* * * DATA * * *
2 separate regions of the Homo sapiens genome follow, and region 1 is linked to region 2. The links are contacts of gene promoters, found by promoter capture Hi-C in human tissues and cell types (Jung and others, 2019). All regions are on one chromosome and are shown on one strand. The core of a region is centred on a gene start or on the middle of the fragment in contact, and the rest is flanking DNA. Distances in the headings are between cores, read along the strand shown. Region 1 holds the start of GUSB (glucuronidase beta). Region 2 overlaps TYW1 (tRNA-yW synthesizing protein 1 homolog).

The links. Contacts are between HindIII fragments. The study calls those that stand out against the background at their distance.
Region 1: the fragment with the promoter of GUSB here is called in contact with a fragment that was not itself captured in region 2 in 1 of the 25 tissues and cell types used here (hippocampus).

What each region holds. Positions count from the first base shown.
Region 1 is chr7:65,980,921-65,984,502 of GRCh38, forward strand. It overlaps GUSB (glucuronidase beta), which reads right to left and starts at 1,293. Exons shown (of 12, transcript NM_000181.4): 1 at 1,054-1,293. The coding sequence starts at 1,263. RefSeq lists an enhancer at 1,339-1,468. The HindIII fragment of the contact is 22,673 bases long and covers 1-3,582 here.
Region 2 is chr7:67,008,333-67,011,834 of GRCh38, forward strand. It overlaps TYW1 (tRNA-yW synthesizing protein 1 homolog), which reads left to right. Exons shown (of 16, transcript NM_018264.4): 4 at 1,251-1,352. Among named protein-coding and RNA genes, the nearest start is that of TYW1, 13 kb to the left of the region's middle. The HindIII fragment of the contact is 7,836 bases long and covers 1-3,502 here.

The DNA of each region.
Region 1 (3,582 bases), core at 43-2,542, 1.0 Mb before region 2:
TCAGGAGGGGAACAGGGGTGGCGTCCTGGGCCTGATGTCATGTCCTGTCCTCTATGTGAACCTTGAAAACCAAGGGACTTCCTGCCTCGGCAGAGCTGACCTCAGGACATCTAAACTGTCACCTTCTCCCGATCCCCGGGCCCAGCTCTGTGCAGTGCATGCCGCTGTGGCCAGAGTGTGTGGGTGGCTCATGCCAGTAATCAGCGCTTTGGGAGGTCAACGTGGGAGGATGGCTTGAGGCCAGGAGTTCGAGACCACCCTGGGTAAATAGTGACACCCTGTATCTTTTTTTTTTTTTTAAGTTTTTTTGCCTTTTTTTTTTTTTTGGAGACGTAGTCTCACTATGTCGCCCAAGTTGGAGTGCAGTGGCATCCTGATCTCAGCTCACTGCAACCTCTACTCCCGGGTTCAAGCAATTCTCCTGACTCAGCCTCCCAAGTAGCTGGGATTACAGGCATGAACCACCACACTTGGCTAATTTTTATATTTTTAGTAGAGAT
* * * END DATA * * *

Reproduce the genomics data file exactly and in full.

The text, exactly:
2 separate regions of the Homo sapiens genome follow, and region 1 is linked to region 2. The links are contacts of gene promoters, found by promoter capture Hi-C in human tissues and cell types (Jung and others, 2019). All regions are on one chromosome and are shown on one strand. The core of a region is centred on a gene start or on the middle of the fragment in contact, and the rest is flanking DNA. Distances in the headings are between cores, read along the strand shown. Region 1 holds the start of GUSB (glucuronidase beta). Region 2 overlaps TYW1 (tRNA-yW synthesizing protein 1 homolog).

The links. Contacts are between HindIII fragments. The study calls those that stand out against the background at their distance.
Region 1: the fragment with the promoter of GUSB here is called in contact with a fragment that was not itself captured in region 2 in 1 of the 25 tissues and cell types used here (hippocampus).

What each region holds. Positions count from the first base shown.
Region 1 is chr7:65,980,921-65,984,502 of GRCh38, forward strand. It overlaps GUSB (glucuronidase beta), which reads right to left and starts at 1,293. Exons shown (of 12, transcript NM_000181.4): 1 at 1,054-1,293. The coding sequence starts at 1,263. RefSeq lists an enhancer at 1,339-1,468. The HindIII fragment of the contact is 22,673 bases long and covers 1-3,582 here.
Region 2 is chr7:67,008,333-67,011,834 of GRCh38, forward strand. It overlaps TYW1 (tRNA-yW synthesizing protein 1 homolog), which reads left to right. Exons shown (of 16, transcript NM_018264.4): 4 at 1,251-1,352. Among named protein-coding and RNA genes, the nearest start is that of TYW1, 13 kb to the left of the region's middle. The HindIII fragment of the contact is 7,836 bases long and covers 1-3,502 here.

The DNA of each region.
Region 1 (3,582 bases), core at 43-2,542, 1.0 Mb before region 2:
TCAGGAGGGGAACAGGGGTGGCGTCCTGGGCCTGATGTCATGTCCTGTCCTCTATGTGAACCTTGAAAACCAAGGGACTTCCTGCCTCGGCAGAGCTGACCTCAGGACATCTAAACTGTCACCTTCTCCCGATCCCCGGGCCCAGCTCTGTGCAGTGCATGCCGCTGTGGCCAGAGTGTGTGGGTGGCTCATGCCAGTAATCAGCGCTTTGGGAGGTCAACGTGGGAGGATGGCTTGAGGCCAGGAGTTCGAGACCACCCTGGGTAAATAGTGACACCCTGTATCTTTTTTTTTTTTTTAAGTTTTTTTGCCTTTTTTTTTTTTTTGGAGACGTAGTCTCACTATGTCGCCCAAGTTGGAGTGCAGTGGCATCCTGATCTCAGCTCACTGCAACCTCTACTCCCGGGTTCAAGCAATTCTCCTGACTCAGCCTCCCAAGTAGCTGGGATTACAGGCATGAACCACCACACTTGGCTAATTTTTATATTTTTAGTAGAGAT